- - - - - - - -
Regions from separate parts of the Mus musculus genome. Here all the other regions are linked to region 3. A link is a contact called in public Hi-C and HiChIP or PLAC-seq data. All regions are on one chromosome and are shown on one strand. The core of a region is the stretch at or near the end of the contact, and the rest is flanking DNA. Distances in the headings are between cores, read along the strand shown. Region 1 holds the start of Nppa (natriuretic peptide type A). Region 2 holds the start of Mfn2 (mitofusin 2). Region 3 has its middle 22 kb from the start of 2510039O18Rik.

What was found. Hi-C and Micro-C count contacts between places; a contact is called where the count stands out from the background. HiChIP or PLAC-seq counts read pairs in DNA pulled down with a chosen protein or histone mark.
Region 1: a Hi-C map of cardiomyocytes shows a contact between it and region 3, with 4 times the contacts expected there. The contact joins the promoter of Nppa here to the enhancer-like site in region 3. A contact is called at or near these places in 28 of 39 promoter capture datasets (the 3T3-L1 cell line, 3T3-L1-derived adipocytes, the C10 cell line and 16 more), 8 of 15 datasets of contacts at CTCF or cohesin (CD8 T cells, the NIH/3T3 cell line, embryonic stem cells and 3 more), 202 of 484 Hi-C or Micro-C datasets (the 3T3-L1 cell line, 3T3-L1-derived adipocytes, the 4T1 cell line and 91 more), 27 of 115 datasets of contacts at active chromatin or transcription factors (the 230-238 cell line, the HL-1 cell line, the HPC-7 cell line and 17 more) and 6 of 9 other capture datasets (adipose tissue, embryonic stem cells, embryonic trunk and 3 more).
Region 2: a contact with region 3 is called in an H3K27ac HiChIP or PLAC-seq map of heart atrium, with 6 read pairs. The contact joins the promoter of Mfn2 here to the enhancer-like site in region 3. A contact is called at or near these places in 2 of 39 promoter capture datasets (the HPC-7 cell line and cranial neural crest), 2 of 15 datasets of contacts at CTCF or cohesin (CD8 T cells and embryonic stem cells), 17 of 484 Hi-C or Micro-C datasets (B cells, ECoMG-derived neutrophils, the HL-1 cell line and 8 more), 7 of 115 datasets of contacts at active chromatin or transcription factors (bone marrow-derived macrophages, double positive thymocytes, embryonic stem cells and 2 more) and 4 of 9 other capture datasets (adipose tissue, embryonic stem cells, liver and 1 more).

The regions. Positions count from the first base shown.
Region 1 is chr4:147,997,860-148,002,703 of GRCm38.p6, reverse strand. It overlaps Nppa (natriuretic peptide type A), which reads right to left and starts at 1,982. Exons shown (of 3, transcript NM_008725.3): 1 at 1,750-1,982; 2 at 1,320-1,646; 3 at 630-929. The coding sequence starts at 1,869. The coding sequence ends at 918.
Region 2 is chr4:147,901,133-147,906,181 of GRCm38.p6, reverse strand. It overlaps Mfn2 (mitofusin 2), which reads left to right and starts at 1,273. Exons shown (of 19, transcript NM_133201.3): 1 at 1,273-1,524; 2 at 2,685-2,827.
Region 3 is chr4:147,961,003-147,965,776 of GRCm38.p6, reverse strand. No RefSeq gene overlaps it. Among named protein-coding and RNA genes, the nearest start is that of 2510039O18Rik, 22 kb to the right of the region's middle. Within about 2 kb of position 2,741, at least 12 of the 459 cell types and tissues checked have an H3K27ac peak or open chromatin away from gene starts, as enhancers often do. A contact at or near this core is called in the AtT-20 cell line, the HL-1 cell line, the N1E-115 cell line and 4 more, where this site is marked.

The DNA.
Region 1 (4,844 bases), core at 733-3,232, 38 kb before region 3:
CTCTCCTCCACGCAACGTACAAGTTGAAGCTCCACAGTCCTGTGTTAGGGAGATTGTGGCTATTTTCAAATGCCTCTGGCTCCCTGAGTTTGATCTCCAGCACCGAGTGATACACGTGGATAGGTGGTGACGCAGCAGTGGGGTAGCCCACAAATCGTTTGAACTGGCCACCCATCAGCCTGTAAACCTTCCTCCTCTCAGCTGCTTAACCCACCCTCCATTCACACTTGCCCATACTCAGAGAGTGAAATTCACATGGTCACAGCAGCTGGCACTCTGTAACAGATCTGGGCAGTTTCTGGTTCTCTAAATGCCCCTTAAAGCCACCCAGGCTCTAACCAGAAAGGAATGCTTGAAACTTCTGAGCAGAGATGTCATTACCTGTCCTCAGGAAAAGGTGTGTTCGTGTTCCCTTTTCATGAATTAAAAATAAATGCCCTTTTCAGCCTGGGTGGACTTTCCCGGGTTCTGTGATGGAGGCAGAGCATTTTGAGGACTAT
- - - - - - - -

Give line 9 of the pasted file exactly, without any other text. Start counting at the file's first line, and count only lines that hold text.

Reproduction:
The DNA.